3/29/17 National Test Day: Please Read

Hello, this is Liz. Maggie is taking the day off.

Most adults are sweating the April tax deadline. However, many kids are dreading April 8, “National Test Day”. In case you’re not familiar with this, on this date, high school entrance exams, the ACT, SAT, and other standardized tests are held throughout the nation.

My son James is taking the ACT with the writing portion on April 8.

I’d like to say, I’m not a huge fan of standardized tests. I understand perfectly that schools need a benchmark, but frankly, not all kids are great test-takers, and many students miss a great fit with their desired school because of standardized testing. One can’t show creativity and passion while filling in an oval. I’d like to talk about this a minute, and I apologize if this gets a little long. But if you only read one blog of mine this year, I beg you, let this one be it.

I’ve got three kids: Mike, my inherited son from Jim’s first marriage; my son Erik, and my son James. Each child is wildly different than the other. They’ve all had different approaches and attitudes about school. Imagine three different roller coasters, and you’ll have an idea!

Mike, quick on his feet and charming, was an outstanding test taker. He scored very high on the ACT. Mike loved high school sports and played on a couple of different teams, and was very good at the social aspect of school. Mike had a lot of friends and had a regular “posse” he hung around with. Although he was a great test taker, he found that a middle-of-the road curriculum suited him best for academics. Mike’s strengths were found in his social skills and ability to make and keep friends. After high school, he landed a commissioned sales job that suited his skill set very well, and today, he is happy with his career and is successful in his profession.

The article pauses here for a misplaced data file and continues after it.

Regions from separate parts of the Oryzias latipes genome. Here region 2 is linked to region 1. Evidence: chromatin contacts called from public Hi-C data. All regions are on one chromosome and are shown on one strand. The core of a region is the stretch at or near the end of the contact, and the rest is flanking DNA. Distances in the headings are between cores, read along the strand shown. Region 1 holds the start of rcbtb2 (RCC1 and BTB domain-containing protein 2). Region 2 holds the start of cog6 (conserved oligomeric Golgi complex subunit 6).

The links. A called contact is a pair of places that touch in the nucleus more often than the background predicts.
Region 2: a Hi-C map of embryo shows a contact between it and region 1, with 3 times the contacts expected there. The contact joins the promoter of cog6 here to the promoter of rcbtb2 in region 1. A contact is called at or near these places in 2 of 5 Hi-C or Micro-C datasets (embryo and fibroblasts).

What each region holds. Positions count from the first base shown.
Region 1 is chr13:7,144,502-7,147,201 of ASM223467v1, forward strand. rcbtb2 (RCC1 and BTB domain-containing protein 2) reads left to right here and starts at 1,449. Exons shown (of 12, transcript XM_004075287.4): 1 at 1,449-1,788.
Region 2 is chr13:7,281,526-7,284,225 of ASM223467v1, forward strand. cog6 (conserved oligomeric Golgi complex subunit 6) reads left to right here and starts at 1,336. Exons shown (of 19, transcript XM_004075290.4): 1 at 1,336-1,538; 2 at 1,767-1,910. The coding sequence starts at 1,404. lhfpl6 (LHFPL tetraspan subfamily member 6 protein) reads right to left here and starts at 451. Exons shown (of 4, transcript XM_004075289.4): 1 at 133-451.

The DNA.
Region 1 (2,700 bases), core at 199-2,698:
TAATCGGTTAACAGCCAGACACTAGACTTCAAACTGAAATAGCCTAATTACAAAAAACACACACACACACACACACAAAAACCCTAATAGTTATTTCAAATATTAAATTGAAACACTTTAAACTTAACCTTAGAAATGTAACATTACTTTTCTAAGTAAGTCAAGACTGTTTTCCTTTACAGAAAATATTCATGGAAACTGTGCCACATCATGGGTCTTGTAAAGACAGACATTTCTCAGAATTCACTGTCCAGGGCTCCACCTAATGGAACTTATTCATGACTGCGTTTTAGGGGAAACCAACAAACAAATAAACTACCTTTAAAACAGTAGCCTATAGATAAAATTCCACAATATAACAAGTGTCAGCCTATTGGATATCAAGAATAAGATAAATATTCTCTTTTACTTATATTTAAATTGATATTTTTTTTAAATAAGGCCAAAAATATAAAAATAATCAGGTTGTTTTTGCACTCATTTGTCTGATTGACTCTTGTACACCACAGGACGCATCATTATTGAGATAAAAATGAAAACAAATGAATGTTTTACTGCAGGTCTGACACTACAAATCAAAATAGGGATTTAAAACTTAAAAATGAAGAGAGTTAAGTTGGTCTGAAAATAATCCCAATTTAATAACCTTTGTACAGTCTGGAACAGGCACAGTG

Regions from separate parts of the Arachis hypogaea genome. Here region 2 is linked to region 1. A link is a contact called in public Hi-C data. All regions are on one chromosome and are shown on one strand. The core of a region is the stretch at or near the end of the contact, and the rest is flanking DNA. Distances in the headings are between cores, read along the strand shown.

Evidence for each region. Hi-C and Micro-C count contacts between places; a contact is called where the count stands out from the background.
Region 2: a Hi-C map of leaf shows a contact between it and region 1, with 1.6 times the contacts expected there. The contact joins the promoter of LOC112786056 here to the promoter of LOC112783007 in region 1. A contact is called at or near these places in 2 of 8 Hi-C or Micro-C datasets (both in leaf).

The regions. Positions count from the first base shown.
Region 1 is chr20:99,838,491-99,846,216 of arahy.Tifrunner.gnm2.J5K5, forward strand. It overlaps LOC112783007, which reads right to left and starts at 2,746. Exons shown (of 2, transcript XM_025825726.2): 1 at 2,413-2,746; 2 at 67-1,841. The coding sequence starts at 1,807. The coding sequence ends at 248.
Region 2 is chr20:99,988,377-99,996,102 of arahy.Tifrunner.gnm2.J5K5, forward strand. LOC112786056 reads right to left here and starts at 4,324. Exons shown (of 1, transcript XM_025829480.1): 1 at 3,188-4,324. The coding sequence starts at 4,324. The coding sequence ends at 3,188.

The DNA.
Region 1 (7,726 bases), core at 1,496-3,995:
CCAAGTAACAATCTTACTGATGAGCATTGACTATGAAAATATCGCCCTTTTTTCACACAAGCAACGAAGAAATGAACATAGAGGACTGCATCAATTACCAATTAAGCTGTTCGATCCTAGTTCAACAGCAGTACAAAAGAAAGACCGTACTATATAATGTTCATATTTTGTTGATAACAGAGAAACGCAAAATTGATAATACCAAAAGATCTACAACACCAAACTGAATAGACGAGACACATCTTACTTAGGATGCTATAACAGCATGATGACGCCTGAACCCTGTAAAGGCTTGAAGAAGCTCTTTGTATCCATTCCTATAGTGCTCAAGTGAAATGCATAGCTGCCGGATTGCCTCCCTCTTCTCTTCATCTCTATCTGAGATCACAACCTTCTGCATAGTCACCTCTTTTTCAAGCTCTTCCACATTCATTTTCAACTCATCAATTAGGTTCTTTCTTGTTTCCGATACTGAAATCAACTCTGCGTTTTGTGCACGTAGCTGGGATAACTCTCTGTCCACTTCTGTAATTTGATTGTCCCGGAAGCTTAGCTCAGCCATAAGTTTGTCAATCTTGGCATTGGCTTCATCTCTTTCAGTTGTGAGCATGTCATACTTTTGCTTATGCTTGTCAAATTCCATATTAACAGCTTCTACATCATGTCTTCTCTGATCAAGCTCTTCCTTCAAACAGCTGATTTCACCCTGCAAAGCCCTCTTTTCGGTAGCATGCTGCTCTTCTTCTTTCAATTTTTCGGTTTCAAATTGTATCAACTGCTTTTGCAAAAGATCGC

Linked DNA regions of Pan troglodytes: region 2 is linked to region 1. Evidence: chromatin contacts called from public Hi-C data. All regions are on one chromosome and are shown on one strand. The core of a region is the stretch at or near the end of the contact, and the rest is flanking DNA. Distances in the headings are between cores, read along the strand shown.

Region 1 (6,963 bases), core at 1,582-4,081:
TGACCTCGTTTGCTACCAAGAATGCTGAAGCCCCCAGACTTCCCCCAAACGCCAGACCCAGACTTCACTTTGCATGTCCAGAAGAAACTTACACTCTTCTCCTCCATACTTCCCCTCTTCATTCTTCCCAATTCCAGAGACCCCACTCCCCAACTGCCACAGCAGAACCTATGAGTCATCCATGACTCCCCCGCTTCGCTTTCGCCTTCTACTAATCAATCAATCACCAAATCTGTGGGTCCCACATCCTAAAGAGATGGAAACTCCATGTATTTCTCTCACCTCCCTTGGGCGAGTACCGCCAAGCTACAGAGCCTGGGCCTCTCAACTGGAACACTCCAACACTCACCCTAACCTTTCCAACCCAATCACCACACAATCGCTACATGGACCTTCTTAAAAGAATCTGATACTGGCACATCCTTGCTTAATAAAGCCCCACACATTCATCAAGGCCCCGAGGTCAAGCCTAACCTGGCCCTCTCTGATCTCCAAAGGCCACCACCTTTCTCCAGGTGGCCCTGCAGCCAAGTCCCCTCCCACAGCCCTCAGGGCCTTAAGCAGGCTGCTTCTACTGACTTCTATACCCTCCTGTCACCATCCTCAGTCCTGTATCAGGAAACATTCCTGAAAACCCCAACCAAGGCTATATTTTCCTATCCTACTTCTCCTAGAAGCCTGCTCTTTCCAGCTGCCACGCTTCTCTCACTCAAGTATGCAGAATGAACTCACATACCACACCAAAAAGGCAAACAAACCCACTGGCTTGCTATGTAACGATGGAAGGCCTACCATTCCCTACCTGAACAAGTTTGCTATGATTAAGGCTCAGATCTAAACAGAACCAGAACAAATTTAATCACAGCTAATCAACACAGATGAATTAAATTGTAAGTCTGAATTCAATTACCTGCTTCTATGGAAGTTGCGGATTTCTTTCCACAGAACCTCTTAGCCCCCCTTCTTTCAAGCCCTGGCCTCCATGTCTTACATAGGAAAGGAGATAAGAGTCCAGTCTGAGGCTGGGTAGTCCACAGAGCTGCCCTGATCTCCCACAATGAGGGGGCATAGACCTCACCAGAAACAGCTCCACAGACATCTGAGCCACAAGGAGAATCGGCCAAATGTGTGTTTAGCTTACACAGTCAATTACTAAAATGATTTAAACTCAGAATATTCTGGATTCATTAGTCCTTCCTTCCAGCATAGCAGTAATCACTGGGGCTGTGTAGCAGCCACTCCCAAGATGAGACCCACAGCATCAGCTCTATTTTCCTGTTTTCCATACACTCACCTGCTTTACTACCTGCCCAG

Erik, somewhat moody and wildly creative, was not a good test taker. He scored about average on the ACT. Erik had a terrible high school experience and hated sports. He excelled in Art, however, and flourished in any creative class that was thrown at him. From watercolors and calligraphy to pottery, he was truly in his element. After high school, Erik decided to pursue Cosmetology classes, and that is where his grades went through the roof. Comfortable in an environment that encouraged passion and creativity, Erik’s grade average was 96%+ and graduated with a straight A average. Erik is now a Master Stylist with a major chain, and has full benefits at his job. He has an astonishing request rate at the salon – even I have to make an appointment to see him!